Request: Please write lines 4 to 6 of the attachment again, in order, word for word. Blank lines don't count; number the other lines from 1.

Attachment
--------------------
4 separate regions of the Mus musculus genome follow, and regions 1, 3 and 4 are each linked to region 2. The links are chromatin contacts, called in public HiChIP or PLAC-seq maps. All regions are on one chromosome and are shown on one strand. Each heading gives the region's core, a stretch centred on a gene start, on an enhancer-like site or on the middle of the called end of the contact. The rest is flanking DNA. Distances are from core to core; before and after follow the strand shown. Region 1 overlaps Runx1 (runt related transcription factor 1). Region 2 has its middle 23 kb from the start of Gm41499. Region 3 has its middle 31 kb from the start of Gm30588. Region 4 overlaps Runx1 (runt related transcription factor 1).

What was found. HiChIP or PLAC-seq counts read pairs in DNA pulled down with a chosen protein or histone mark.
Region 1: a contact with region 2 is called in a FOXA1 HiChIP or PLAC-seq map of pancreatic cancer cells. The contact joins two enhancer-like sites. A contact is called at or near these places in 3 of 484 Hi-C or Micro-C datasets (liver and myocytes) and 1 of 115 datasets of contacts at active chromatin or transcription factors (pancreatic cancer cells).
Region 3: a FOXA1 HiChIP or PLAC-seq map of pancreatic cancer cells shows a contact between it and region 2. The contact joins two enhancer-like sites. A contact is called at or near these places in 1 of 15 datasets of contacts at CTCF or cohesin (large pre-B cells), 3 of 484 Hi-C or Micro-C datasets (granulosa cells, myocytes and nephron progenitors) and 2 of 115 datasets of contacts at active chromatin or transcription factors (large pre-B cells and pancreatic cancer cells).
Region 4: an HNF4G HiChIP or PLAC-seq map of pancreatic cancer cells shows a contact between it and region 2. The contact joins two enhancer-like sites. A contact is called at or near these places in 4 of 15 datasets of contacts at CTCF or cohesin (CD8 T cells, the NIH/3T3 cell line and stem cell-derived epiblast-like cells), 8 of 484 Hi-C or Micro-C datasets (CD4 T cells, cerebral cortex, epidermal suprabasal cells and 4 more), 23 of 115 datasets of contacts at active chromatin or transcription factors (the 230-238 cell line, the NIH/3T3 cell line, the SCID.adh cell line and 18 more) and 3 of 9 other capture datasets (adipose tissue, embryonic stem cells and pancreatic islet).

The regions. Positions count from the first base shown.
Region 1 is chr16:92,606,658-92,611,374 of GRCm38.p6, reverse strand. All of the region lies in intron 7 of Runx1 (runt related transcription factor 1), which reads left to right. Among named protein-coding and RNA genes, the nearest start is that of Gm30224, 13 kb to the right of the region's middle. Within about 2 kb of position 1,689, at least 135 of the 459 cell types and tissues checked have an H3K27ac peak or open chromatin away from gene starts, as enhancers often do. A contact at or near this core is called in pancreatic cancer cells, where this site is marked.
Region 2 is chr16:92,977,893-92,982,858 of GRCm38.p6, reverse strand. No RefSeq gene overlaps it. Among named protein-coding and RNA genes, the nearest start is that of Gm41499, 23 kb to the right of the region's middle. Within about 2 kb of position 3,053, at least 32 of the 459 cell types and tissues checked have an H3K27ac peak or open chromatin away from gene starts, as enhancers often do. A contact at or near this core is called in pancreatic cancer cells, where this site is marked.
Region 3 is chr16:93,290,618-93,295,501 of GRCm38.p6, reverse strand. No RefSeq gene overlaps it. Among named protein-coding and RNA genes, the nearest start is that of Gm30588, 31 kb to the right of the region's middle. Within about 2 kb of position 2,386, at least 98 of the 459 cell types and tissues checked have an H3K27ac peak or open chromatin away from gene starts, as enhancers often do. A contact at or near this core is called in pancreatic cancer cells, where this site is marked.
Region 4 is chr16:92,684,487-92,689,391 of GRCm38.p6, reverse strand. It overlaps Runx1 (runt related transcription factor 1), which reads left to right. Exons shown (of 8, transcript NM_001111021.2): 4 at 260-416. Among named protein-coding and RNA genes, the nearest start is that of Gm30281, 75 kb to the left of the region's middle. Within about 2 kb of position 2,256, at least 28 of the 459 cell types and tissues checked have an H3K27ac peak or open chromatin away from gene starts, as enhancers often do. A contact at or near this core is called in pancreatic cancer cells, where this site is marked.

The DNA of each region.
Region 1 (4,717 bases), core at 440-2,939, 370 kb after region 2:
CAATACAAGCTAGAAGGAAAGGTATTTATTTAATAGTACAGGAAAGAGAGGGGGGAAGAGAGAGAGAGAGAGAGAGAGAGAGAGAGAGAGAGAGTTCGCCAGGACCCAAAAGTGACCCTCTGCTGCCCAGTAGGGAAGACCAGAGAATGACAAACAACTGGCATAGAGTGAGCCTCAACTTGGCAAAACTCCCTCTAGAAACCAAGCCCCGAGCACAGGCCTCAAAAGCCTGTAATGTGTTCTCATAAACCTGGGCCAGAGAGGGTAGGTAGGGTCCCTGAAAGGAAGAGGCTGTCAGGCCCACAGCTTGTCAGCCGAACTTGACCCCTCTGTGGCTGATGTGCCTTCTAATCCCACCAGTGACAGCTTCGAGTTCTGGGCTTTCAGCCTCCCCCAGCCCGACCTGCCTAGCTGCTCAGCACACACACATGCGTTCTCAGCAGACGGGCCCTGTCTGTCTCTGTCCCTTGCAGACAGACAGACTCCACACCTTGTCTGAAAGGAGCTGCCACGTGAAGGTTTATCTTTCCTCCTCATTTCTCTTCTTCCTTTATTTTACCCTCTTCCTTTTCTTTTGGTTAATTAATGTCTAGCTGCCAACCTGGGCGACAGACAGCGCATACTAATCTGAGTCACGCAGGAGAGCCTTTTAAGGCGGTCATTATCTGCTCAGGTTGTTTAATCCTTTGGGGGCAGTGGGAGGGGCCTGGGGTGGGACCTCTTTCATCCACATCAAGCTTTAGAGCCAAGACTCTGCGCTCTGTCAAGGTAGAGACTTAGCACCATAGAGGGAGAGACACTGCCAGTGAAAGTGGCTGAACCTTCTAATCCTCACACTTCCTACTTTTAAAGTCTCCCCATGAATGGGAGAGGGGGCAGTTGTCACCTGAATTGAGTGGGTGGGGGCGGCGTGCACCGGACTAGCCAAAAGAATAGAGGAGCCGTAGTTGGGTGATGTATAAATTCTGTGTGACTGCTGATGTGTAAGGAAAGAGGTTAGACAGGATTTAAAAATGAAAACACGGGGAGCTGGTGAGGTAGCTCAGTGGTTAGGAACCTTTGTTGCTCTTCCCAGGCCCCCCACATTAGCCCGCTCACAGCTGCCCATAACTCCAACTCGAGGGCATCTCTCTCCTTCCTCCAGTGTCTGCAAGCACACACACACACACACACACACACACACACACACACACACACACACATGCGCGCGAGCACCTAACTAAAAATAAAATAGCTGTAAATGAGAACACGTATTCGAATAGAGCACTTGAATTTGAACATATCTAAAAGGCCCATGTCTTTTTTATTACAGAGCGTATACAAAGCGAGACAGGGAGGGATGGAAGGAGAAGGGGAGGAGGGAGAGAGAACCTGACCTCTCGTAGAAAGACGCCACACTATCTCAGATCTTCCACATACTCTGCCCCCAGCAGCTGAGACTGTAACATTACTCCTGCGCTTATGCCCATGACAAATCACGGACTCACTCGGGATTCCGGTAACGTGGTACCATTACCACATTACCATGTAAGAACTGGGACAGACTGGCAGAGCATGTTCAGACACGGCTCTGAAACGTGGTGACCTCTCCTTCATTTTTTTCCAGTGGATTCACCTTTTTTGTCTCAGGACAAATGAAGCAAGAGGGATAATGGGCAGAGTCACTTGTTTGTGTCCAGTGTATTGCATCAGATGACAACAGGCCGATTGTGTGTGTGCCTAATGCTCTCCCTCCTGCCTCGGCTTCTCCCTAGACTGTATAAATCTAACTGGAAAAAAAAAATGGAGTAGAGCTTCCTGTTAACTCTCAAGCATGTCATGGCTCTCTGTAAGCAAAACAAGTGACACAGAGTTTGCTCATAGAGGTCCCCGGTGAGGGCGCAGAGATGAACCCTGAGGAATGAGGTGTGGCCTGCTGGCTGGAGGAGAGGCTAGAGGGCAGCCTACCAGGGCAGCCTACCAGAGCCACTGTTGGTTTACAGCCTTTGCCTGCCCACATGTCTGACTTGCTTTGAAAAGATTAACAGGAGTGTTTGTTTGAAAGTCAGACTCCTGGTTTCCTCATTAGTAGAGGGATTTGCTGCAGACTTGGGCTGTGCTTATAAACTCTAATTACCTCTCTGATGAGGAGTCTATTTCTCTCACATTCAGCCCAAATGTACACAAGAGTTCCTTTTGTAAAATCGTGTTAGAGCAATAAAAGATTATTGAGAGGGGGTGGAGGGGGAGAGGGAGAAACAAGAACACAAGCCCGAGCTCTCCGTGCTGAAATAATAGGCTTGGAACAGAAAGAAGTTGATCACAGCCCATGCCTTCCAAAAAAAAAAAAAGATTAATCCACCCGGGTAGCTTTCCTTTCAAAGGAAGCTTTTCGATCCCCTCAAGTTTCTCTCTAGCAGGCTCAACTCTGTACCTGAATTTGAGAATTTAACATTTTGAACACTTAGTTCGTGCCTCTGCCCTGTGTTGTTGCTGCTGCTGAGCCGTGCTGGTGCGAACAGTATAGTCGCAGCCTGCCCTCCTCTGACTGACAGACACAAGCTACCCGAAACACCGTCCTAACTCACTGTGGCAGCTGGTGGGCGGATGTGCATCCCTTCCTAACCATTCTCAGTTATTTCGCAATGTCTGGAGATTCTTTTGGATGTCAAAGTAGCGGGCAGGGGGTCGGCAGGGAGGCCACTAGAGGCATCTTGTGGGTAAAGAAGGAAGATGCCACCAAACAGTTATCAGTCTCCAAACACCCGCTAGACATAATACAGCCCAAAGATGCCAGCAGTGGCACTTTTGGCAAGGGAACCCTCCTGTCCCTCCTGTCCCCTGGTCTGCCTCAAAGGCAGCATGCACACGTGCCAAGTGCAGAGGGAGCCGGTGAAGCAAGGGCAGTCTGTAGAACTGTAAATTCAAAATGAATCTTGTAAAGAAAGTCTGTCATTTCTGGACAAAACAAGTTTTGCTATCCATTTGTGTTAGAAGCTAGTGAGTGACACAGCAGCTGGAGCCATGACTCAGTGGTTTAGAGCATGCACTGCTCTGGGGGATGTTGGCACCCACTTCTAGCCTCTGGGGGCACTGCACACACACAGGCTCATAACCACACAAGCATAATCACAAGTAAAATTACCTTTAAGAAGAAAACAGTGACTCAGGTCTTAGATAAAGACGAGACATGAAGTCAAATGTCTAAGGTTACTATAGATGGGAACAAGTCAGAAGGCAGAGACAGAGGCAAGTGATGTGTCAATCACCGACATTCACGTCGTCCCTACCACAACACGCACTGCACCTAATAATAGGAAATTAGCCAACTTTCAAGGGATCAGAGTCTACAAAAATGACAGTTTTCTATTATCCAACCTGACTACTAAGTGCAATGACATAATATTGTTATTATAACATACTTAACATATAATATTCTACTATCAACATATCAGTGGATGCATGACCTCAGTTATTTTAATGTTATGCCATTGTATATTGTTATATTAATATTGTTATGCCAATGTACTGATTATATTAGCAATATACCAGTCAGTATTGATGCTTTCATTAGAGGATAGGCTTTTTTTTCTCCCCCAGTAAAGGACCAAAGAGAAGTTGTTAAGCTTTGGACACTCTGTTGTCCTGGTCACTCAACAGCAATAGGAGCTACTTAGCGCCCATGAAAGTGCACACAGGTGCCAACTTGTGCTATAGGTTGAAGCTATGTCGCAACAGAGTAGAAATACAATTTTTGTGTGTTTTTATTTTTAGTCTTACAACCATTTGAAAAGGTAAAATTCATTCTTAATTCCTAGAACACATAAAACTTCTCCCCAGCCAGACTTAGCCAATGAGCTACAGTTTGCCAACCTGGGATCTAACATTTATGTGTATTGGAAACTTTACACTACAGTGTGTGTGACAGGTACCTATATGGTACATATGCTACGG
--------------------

Region 3: a FOXA1 HiChIP or PLAC-seq map of pancreatic cancer cells shows a contact between it and region 2. The contact joins two enhancer-like sites. A contact is called at or near these places in 1 of 15 datasets of contacts at CTCF or cohesin (large pre-B cells), 3 of 484 Hi-C or Micro-C datasets (granulosa cells, myocytes and nephron progenitors) and 2 of 115 datasets of contacts at active chromatin or transcription factors (large pre-B cells and pancreatic cancer cells).
Region 4: an HNF4G HiChIP or PLAC-seq map of pancreatic cancer cells shows a contact between it and region 2. The contact joins two enhancer-like sites. A contact is called at or near these places in 4 of 15 datasets of contacts at CTCF or cohesin (CD8 T cells, the NIH/3T3 cell line and stem cell-derived epiblast-like cells), 8 of 484 Hi-C or Micro-C datasets (CD4 T cells, cerebral cortex, epidermal suprabasal cells and 4 more), 23 of 115 datasets of contacts at active chromatin or transcription factors (the 230-238 cell line, the NIH/3T3 cell line, the SCID.adh cell line and 18 more) and 3 of 9 other capture datasets (adipose tissue, embryonic stem cells and pancreatic islet).

The regions. Positions count from the first base shown.